A closer look at SolidFire
All Flash Arrays continue to make the news. Whether it is EMC’s XtremIO launch or Violin Memory’s current market woes, there is no doubt that AFAs continue to generate a lot of interest. Those of you interested in flash storage will not need an introduction to SolidFire. These guys were founded by Dave Wright (ex-RackSpace) and have been around since 2009. I have been trying to catch up with SolidFire for sometime as I’d heard their pitch around Quality of Service on a per volume basis and wanted to learn more, especially how it integrated with vSphere features. Recently I caught up with Dave Cahill and Adam Carter of SolidFire to have a chat about SolidFire in general and what the VMware integration points are.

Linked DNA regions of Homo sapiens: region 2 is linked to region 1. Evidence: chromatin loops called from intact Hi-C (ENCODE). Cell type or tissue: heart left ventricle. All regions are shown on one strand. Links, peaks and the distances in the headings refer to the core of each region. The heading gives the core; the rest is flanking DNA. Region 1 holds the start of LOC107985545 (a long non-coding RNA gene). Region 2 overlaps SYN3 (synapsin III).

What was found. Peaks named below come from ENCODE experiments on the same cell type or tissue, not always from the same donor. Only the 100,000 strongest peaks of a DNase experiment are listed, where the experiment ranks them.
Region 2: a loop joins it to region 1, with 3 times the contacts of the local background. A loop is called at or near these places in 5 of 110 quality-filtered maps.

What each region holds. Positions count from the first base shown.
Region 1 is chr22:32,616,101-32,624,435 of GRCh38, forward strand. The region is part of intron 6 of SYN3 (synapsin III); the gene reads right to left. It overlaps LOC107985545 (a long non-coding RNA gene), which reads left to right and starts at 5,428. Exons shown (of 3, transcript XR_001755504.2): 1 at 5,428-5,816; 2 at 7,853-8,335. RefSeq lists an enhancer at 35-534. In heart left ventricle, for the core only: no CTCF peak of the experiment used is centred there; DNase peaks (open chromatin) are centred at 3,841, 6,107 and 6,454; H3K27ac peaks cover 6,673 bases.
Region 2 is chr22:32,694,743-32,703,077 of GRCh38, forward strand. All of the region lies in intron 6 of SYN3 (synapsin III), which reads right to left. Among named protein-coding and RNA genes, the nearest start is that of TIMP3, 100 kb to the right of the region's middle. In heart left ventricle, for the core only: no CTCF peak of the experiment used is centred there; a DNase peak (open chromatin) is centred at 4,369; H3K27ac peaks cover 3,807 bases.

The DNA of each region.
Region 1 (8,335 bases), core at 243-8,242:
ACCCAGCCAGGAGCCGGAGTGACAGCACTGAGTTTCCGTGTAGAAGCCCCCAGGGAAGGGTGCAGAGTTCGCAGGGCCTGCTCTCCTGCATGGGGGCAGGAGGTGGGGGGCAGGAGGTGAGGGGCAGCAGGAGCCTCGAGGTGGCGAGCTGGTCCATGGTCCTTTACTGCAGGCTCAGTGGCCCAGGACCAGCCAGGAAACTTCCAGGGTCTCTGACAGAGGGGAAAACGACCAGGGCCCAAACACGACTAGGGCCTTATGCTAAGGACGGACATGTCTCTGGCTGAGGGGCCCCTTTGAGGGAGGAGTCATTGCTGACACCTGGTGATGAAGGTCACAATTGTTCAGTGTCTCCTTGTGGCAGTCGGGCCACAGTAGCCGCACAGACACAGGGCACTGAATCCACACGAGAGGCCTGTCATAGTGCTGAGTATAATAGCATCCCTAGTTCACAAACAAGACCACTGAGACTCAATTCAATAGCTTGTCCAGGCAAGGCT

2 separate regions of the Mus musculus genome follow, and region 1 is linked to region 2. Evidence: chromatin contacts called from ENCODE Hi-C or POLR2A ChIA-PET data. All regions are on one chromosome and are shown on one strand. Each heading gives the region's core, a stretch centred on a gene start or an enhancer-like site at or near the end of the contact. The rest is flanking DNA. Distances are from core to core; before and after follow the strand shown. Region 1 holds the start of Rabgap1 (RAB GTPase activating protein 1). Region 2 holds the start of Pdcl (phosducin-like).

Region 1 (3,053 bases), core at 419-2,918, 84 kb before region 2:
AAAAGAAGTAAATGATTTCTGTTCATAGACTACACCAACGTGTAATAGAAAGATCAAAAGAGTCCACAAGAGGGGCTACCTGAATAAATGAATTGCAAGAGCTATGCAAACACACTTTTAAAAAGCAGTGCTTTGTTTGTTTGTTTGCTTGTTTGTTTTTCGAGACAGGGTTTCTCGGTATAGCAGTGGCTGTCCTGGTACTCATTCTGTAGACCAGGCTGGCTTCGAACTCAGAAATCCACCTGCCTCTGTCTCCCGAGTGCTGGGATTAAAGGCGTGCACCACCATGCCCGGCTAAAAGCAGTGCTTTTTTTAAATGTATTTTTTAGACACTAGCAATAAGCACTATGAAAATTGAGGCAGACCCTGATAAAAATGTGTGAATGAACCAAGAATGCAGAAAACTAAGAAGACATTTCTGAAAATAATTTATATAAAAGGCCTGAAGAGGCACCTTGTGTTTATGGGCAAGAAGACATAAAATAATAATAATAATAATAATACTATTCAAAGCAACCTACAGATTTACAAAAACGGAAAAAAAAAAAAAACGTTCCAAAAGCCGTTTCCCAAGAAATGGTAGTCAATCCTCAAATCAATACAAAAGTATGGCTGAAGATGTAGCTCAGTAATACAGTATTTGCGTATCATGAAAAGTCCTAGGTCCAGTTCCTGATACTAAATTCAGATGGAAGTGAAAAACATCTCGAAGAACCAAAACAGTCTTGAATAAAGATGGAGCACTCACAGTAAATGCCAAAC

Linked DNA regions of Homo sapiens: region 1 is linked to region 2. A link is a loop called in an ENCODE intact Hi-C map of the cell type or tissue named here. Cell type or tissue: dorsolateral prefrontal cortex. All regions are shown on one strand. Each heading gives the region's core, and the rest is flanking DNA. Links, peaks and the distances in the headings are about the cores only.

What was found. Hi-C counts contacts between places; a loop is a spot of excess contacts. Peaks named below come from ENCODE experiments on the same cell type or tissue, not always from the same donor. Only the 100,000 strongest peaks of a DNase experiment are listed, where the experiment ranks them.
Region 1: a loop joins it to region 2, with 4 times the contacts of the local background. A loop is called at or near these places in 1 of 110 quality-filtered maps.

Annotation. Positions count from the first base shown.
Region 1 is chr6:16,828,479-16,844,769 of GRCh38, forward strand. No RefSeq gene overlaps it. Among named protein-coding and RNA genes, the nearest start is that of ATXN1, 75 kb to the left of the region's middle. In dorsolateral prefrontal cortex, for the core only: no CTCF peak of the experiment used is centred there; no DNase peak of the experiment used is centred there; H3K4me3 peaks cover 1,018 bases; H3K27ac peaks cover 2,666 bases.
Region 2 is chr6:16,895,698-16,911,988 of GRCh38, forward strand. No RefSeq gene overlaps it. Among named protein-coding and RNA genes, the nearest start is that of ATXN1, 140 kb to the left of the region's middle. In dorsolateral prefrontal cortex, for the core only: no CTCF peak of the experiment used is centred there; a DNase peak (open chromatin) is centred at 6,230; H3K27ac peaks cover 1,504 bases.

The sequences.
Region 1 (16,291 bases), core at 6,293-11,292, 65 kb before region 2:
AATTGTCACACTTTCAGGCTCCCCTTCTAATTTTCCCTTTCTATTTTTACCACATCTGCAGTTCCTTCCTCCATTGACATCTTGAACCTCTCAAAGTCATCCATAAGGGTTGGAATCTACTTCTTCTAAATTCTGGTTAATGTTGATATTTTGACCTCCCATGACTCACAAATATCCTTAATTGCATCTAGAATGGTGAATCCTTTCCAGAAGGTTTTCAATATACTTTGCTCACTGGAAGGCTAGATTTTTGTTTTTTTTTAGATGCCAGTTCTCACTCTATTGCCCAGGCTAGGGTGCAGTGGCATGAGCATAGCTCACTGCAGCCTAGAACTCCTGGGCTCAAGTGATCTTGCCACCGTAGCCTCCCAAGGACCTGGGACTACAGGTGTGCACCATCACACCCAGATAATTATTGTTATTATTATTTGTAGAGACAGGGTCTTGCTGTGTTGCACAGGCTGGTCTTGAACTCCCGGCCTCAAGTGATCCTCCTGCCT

I mentioned that the SolidFire founder, Dave Wright, came from RackSpace. Whilst at RackSpace, they developed a reliable, automated and efficient system for scaling out compute. However, they could not find a suitable automated and efficient storage system that would deliver linear performance in a multi-tenant environment. This led to the formation of SolidFire.
Scale & Performance
SolidFire will be the first to admit that they are not there to simply throw out hero numbers from their arrays – they believe that there are already enough players in that market, and that it is quite niche. Instead, they are positioning themselves as a predictive and persistent performance storage solution. Their arrays will still generate a lot of IOPS, but will also scale out in a linear fashion one node at a time, to a maximum of 100 nodes. Their biggest deployment to date has been 25 nodes.